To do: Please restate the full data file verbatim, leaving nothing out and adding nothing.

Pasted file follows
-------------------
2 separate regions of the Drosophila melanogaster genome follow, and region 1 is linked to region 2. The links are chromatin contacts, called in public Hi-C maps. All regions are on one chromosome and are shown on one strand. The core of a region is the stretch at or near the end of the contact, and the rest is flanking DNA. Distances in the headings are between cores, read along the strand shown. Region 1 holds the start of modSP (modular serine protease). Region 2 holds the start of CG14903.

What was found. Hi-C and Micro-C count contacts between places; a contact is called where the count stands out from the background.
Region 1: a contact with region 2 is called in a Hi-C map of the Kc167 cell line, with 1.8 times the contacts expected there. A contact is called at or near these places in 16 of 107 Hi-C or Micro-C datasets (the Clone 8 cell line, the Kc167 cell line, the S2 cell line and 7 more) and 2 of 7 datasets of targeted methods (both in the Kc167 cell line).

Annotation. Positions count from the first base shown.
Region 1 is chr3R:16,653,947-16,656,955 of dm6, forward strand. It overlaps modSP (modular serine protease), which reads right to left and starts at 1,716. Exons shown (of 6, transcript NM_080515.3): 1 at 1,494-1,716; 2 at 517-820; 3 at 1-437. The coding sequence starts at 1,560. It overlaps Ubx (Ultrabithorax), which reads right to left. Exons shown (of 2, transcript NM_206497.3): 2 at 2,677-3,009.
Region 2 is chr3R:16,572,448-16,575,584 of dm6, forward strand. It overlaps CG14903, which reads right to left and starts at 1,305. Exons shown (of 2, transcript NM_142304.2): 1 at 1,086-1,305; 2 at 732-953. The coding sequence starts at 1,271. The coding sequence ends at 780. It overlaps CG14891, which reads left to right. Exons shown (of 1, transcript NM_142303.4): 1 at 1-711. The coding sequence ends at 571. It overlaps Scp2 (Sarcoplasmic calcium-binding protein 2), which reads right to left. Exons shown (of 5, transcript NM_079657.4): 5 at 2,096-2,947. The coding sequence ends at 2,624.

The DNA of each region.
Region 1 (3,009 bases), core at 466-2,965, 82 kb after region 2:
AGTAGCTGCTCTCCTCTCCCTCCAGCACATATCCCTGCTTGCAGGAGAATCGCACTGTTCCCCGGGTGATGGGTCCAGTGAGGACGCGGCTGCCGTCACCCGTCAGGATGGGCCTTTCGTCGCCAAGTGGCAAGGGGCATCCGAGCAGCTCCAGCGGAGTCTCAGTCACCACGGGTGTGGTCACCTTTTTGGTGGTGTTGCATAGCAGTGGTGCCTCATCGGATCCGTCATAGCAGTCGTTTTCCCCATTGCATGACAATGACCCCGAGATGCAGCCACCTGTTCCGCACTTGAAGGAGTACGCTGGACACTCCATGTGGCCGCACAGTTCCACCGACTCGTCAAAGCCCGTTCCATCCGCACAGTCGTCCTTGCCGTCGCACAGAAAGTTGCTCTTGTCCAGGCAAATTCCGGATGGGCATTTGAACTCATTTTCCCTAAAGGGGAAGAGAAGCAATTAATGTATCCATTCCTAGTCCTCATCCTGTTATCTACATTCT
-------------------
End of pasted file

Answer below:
2 separate regions of the Drosophila melanogaster genome follow, and region 1 is linked to region 2. The links are chromatin contacts, called in public Hi-C maps. All regions are on one chromosome and are shown on one strand. The core of a region is the stretch at or near the end of the contact, and the rest is flanking DNA. Distances in the headings are between cores, read along the strand shown. Region 1 holds the start of modSP (modular serine protease). Region 2 holds the start of CG14903.

What was found. Hi-C and Micro-C count contacts between places; a contact is called where the count stands out from the background.
Region 1: a contact with region 2 is called in a Hi-C map of the Kc167 cell line, with 1.8 times the contacts expected there. A contact is called at or near these places in 16 of 107 Hi-C or Micro-C datasets (the Clone 8 cell line, the Kc167 cell line, the S2 cell line and 7 more) and 2 of 7 datasets of targeted methods (both in the Kc167 cell line).

Annotation. Positions count from the first base shown.
Region 1 is chr3R:16,653,947-16,656,955 of dm6, forward strand. It overlaps modSP (modular serine protease), which reads right to left and starts at 1,716. Exons shown (of 6, transcript NM_080515.3): 1 at 1,494-1,716; 2 at 517-820; 3 at 1-437. The coding sequence starts at 1,560. It overlaps Ubx (Ultrabithorax), which reads right to left. Exons shown (of 2, transcript NM_206497.3): 2 at 2,677-3,009.
Region 2 is chr3R:16,572,448-16,575,584 of dm6, forward strand. It overlaps CG14903, which reads right to left and starts at 1,305. Exons shown (of 2, transcript NM_142304.2): 1 at 1,086-1,305; 2 at 732-953. The coding sequence starts at 1,271. The coding sequence ends at 780. It overlaps CG14891, which reads left to right. Exons shown (of 1, transcript NM_142303.4): 1 at 1-711. The coding sequence ends at 571. It overlaps Scp2 (Sarcoplasmic calcium-binding protein 2), which reads right to left. Exons shown (of 5, transcript NM_079657.4): 5 at 2,096-2,947. The coding sequence ends at 2,624.

The DNA of each region.
Region 1 (3,009 bases), core at 466-2,965, 82 kb after region 2:
AGTAGCTGCTCTCCTCTCCCTCCAGCACATATCCCTGCTTGCAGGAGAATCGCACTGTTCCCCGGGTGATGGGTCCAGTGAGGACGCGGCTGCCGTCACCCGTCAGGATGGGCCTTTCGTCGCCAAGTGGCAAGGGGCATCCGAGCAGCTCCAGCGGAGTCTCAGTCACCACGGGTGTGGTCACCTTTTTGGTGGTGTTGCATAGCAGTGGTGCCTCATCGGATCCGTCATAGCAGTCGTTTTCCCCATTGCATGACAATGACCCCGAGATGCAGCCACCTGTTCCGCACTTGAAGGAGTACGCTGGACACTCCATGTGGCCGCACAGTTCCACCGACTCGTCAAAGCCCGTTCCATCCGCACAGTCGTCCTTGCCGTCGCACAGAAAGTTGCTCTTGTCCAGGCAAATTCCGGATGGGCATTTGAACTCATTTTCCCTAAAGGGGAAGAGAAGCAATTAATGTATCCATTCCTAGTCCTCATCCTGTTATCTACATTCT